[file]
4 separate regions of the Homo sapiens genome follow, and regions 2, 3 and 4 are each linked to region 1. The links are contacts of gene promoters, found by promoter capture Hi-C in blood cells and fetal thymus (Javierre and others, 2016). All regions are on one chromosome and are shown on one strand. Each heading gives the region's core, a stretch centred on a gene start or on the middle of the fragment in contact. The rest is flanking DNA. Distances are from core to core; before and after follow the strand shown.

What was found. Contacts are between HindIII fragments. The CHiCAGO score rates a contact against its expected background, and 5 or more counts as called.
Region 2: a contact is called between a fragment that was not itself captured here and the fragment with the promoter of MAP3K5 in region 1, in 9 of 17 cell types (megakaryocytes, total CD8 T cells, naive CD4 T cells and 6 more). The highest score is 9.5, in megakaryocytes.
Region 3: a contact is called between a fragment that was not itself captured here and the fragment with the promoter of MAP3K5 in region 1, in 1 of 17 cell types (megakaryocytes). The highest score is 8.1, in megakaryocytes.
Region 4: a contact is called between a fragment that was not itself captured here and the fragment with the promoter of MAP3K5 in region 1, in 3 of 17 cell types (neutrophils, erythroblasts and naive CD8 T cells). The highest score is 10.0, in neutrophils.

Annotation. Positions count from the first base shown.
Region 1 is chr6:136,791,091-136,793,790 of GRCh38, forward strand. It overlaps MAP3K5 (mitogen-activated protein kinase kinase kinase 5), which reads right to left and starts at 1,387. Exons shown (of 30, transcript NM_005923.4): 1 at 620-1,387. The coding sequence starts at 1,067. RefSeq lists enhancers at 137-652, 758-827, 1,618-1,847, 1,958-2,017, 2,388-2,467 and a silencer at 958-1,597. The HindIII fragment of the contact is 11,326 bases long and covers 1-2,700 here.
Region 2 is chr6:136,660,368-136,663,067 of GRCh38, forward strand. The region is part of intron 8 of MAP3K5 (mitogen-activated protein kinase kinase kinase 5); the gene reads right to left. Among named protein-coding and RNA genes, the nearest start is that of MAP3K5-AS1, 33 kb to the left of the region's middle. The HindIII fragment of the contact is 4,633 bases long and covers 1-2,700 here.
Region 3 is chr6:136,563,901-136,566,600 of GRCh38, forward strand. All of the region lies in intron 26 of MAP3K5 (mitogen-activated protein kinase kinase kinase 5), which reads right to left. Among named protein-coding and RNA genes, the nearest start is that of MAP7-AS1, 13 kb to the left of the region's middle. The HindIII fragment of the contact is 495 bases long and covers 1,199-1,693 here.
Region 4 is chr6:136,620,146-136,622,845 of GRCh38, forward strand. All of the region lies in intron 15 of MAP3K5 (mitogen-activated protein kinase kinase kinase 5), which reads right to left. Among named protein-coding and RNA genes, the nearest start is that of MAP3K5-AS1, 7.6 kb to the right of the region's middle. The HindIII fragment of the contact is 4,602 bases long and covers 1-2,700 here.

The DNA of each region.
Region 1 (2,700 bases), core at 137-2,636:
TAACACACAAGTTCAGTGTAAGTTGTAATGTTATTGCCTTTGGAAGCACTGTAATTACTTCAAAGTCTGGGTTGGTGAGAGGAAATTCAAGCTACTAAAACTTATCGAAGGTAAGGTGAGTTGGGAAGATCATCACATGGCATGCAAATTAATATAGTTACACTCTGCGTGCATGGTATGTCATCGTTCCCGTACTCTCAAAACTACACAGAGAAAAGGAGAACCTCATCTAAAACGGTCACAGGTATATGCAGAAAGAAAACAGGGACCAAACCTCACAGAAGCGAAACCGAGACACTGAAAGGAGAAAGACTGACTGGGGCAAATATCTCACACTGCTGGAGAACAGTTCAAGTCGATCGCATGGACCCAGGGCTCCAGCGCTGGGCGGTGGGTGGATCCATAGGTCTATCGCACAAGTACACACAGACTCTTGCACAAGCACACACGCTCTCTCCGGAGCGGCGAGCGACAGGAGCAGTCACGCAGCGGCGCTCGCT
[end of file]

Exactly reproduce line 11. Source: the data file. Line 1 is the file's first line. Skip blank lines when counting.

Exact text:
The DNA of each region.